Injuries: 2 Serious.

Aircraft damage: Substantial.

What reportedly happened: A pilot was receiving instruction from a CFI to meet the dual instruction requirements of the FAA Wings Program. The plane was in a turn when the engine lost power. The pilot receiving instruction immediately turned back toward the airport while simultaneously attempting to restore engine power. Approximately three and a half miles from the airport the engine quit. The pilot made a smooth landing in a field, but during the roll out the nose wheel was sheared off by uneven terrain. The airplane flipped onto its back. The post- crash investigation revealed a trail of oil down the left side of the fuselage and a hole in the top of the crankcase near the number two cylinder. Examination of the oil pressure line from the engine to the turbocharger revealed a loose nut. The rod ends for the number one and number two cylinders were discolored, deformed, and separated from the crankshaft. The discoloration was consistent with the heat produced by a lack of lubrication. The tee fitting and pressure line with the loose nut were removed from the engine case. The line and tee fitting ends were capped off and a fluid under pressure was supplied to the tee fitting. That fluid was observed leaking from the loose nut.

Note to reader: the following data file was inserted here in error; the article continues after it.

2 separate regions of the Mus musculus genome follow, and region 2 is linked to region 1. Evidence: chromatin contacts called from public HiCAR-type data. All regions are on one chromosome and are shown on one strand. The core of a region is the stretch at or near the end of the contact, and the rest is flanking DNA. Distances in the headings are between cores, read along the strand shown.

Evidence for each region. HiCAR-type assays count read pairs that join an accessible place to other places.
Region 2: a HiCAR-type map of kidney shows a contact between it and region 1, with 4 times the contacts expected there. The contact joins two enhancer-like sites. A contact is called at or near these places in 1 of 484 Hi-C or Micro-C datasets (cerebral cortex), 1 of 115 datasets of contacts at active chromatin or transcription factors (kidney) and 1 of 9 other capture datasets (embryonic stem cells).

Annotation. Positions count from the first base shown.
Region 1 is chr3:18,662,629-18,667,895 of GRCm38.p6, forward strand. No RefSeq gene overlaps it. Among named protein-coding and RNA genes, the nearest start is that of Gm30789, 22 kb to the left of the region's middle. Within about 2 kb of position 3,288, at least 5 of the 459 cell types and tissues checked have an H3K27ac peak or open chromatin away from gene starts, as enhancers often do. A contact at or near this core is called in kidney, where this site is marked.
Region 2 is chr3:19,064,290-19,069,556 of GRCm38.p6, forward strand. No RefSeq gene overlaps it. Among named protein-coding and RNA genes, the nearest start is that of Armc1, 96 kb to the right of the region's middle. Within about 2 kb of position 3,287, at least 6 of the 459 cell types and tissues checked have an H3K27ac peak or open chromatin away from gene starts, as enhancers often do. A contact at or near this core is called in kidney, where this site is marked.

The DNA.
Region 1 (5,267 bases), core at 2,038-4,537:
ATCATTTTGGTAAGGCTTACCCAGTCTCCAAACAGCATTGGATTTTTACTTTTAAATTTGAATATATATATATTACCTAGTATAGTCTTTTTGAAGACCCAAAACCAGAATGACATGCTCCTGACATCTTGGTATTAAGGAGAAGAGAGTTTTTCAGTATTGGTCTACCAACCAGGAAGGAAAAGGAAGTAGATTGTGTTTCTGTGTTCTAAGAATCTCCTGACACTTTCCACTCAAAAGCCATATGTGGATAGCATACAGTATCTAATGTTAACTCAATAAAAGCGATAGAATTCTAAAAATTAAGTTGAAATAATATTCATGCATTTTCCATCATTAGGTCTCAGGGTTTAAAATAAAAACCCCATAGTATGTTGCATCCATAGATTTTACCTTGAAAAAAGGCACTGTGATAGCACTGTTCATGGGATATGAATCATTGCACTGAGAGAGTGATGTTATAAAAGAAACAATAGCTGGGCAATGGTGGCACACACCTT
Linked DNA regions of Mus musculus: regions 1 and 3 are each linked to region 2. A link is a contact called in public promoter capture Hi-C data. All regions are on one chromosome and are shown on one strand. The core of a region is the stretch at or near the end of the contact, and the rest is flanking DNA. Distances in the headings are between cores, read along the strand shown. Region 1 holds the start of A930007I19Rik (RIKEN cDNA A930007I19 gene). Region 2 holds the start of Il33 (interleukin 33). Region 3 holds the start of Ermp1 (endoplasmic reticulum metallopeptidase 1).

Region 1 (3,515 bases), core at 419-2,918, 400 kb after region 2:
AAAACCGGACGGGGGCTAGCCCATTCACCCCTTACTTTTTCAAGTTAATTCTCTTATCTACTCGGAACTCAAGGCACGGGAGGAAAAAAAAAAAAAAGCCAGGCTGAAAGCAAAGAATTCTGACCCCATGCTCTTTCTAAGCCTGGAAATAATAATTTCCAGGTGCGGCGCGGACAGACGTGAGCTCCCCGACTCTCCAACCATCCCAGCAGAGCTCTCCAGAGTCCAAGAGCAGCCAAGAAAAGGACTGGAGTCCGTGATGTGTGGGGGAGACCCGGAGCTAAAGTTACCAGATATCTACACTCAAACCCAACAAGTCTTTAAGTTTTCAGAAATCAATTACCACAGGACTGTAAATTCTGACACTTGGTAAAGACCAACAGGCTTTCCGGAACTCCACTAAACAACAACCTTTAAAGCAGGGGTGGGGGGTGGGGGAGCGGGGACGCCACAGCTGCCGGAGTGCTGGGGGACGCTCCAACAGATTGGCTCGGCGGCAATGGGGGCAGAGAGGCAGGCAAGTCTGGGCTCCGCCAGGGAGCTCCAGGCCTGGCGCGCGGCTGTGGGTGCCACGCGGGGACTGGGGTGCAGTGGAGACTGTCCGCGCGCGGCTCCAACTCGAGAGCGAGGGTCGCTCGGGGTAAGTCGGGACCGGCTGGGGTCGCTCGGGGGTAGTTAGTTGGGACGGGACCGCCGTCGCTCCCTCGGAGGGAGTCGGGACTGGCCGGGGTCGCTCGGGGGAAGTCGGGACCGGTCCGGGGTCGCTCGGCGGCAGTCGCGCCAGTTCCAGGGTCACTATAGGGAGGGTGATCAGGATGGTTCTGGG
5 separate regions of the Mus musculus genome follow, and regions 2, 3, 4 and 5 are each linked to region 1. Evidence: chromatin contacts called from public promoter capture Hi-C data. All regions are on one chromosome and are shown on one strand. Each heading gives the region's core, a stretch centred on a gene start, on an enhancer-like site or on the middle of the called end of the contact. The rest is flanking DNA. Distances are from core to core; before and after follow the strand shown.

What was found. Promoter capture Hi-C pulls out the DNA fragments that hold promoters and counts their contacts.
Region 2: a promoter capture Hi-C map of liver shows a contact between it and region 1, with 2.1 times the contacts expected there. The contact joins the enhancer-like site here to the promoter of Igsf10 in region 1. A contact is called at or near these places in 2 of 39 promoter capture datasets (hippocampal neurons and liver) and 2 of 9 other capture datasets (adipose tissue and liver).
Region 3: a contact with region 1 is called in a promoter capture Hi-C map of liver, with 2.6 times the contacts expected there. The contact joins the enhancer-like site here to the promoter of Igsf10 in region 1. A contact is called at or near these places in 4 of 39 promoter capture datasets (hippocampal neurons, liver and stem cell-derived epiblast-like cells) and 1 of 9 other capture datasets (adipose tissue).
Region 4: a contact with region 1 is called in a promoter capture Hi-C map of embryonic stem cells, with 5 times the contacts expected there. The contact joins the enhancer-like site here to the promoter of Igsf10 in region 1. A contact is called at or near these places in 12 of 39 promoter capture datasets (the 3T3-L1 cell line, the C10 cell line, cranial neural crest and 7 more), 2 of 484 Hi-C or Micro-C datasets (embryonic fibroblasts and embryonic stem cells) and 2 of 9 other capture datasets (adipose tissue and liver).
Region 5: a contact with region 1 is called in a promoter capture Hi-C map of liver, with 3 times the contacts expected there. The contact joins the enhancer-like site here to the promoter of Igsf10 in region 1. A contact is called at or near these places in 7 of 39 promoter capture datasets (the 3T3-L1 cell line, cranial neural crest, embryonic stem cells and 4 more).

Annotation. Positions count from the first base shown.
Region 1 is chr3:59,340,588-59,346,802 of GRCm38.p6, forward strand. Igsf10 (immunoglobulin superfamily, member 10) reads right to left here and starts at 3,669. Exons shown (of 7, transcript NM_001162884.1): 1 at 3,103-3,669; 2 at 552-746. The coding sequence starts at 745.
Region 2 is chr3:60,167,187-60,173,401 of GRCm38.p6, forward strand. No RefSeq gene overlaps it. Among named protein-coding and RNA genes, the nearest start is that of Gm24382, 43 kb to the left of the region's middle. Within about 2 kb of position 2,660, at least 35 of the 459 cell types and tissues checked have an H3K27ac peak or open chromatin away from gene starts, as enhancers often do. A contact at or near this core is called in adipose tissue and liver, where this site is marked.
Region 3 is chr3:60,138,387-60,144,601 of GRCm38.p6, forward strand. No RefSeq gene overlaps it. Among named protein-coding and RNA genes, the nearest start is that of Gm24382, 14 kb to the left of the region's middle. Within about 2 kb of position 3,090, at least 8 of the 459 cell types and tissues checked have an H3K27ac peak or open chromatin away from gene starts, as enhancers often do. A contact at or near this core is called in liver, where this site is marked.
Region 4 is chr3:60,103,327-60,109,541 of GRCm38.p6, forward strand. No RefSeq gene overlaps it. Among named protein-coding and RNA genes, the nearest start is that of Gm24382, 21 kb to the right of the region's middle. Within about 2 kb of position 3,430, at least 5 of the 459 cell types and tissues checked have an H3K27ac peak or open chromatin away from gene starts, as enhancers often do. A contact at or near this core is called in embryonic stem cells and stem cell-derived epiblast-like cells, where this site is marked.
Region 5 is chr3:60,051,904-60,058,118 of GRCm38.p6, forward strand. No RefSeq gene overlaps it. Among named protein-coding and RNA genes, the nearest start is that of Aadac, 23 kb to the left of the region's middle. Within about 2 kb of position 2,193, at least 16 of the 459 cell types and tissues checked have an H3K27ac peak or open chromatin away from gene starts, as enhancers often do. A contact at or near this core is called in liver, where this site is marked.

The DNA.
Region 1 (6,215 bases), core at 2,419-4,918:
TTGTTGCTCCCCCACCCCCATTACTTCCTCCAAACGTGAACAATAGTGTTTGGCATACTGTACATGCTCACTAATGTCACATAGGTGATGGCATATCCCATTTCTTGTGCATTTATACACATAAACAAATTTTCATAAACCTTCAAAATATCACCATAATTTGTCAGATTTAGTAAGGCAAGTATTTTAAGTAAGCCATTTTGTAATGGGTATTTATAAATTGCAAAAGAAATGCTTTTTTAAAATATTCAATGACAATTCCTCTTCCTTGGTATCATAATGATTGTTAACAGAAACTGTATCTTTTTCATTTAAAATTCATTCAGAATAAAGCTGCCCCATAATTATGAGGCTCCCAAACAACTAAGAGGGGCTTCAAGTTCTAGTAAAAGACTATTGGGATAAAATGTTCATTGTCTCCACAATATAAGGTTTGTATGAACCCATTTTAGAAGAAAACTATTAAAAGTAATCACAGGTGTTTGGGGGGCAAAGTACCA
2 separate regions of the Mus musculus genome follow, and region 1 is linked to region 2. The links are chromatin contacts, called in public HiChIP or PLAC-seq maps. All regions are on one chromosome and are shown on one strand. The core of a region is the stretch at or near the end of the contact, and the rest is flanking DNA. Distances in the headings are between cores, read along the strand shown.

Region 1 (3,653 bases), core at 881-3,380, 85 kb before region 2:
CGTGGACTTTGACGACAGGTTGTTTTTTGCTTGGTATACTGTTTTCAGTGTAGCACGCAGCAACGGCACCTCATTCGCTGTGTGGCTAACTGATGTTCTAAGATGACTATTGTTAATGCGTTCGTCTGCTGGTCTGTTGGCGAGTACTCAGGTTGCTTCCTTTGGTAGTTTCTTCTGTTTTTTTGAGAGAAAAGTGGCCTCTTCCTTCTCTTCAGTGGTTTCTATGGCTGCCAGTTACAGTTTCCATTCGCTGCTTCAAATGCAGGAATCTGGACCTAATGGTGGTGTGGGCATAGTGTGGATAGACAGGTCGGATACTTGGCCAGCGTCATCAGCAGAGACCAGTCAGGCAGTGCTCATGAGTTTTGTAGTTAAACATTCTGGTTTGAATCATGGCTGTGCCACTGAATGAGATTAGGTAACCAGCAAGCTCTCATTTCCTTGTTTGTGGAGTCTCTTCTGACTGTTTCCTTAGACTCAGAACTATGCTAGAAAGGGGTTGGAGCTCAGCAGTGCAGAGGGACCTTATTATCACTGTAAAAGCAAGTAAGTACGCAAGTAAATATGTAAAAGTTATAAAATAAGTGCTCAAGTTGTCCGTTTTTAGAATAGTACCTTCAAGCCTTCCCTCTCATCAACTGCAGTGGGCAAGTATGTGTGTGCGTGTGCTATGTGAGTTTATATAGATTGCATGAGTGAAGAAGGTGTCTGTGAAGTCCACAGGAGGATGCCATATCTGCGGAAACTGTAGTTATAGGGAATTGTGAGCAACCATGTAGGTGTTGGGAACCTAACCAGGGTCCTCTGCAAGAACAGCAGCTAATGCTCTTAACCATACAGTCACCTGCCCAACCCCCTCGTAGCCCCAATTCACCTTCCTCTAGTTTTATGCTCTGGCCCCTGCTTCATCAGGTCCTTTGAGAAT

Probable cause: Lack of engine oil due to the mechanic’s improper maintenance in not securing a loose nut for the oil pressure line to the turbocharger, leading to loss of engine power while maneuvering.